MLB umpires need to stick with calling the game
For a few weeks now, I have wanted to write a story about MLB umpires and how they are unfairly criticized, but after reading an article about the end of the Yankees/Indians game on Tuesday night, I cannot do that.
Baseball plays are normally bang bang plays in which the umpire has very little time to make crucial calls, without the help of instant replay.
Sure they can review whether a ball went out of play or if it was a home run or not, but instant replay is not allowed to be used to overturn plays at the plate, which are typically the hardest calls to make.
ESPN had a segment on Sportscenter the other day showing some of the blown calls throughout this year’s season. They give slow motion replays and multiple camera angles that show that the calls were “obviously” blown.
MLB umpires don’t have the luxury of slow motion and multiple camera angles. They have to make game altering calls based upon how they see a split second play.
Fans, which is short for fanatics, hold MLB umpires to an almost unachievable level of perfection.
With that said, however. Some MLB umpires are trying to break out of their “anonymous official” role to become personally invested in the game. That is very bad for baseball. What started out as animated third strike calls has evolved to new heights.
The most recent example of this occurred in the aforementioned Yankees/Indians game.
With two outs in the bottom of the ninth inning down 4-3, Cleveland SS Mike Aviles made what he thought was a checked swing. The ball hit off Yankees catcher Chris Stewart’s glove, but umpire Tony Randazzo called it a foul ball, a strike.
Aviles argued the call but soon resumed his at bat, which resulted in a fly out. Aviles had words with Randazzo on the way back to the bench and was, subsequently, ejected from the game.
Aviles was ejected from a game that had already ended.
Is there a bigger way for an umpire to shout, “Look at me!” then by ejecting a player from a game that had already ended?
Why, yes. Yes there is.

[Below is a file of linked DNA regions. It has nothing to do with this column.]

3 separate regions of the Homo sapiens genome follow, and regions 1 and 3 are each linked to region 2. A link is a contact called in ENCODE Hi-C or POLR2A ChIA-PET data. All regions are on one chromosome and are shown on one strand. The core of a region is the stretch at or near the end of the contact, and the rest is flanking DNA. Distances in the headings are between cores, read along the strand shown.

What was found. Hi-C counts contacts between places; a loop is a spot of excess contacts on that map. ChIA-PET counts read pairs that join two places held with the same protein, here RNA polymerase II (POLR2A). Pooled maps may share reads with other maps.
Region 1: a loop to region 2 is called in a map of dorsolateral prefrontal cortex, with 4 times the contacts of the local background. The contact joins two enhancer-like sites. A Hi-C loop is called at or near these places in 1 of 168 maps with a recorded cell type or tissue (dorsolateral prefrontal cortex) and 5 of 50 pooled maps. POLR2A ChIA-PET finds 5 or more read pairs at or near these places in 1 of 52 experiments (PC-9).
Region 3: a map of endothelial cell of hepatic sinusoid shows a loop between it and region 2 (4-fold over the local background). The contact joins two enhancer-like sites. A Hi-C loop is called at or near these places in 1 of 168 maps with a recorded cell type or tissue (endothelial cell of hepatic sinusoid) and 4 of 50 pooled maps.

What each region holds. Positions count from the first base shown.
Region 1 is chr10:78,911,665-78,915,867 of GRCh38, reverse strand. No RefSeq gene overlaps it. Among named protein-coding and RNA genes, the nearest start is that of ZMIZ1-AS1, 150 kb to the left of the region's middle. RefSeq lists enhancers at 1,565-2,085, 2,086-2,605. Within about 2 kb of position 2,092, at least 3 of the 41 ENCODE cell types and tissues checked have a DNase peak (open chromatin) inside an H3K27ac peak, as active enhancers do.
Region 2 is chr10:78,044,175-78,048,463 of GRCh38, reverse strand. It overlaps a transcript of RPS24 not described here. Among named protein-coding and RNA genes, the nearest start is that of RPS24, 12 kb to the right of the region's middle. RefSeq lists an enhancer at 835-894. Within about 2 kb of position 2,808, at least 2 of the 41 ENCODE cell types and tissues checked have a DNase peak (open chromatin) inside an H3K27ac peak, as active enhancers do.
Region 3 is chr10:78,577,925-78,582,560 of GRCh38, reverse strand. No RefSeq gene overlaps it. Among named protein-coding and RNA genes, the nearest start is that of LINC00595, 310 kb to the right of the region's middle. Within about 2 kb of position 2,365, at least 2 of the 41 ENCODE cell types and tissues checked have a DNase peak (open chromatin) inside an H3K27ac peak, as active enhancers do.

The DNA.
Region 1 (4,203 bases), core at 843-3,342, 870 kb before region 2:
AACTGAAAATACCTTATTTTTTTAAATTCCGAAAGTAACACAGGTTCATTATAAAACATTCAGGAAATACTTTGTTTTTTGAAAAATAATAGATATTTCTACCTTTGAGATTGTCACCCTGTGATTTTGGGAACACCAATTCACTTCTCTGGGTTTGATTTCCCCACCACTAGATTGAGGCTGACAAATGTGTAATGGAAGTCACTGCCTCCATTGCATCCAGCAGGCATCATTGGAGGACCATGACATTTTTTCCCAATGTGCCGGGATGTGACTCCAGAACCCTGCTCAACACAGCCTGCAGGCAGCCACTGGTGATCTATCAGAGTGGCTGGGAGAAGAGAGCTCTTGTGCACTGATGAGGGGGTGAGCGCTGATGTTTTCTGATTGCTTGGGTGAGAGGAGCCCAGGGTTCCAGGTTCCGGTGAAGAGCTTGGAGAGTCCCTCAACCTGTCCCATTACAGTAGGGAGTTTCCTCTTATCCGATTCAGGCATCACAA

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On April 28, Tampa Bay pitcher David Price was not getting very consistent calls from MLB umpire Tom Hallion.
When the inning concluded, Price walked off the mound clearly upset with himself. As he walked to the dugout, Hallion allegedly told Price to “throw the ball over the [expletive] plate.”
When his alleged insult was thrown, the entire Rays dugout exploded in outrage.
Hallion not only denied that he said this, he called Price a liar.
Hallion’s version of the events stated that Price was displaying “body language to insinuate that he was pissed off” and that he only told Price to “throw the ball.”
Let me repeat that. He told Price, who was walking back to the dugout without a ball in his hand, to “throw the ball.”
Which story sounds more believable?
My question is why does it matter what type of body language Price displayed? Hallion’s job is to call balls, strikes and outs, not play therapist and interpret a player’s body language
Price, Hellickson and another Rays pitcher, Matt Moore, were fined $1,000, not because of what happened in the game, but because they publicly criticized the official via Twitter.
Hallion was fined $1,000 because the league deemed that he was the problem here.
What could possibly be worse than umpires trying to gain the spotlight?
How about umpires that don’t know the rules.
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In a close game between Houston and the Los Angeles Angels, Astros manager Bo Porter put in pitcher Wesley Wright. Angels’ manager Mike Scioscia reacted to this by brining in a pinch hitter.
Porter decided that he wanted to counter Scioscia’s sub by switching his pitcher again before he had ever thrown a pitch.
That confusing mess is an illegal switch that every umpire is paid to know.
MLB umpire Fieldin Culbreth allowed the switch to take place.
Scioscia argued the rule and brought up Official Baseball Rule 3.05(b), which discusses the rule, but Fieldin overruled him.
Though the Angels won 6-5, the rest of the game was played under protest.
This is not some little league game where a parent decides to be the umpire. This is the highest level of baseball officiating.
Culbreth was given a two game suspension because of his incompetence.
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The MLB umpires seem to want the spotlight so badly that they are willing to degrade themselves to get it.
I was an intramural ref in college, so I have a soft spot for the hard working officials.
It isn’t easy to be hated by everyone watching the game.
This is their job, however. It’s their burden to bear. Some of these umpires need to go back and find what little decency and professionalism that they have left.
Baseball needs a change, and they need it fast before all integrity is lost.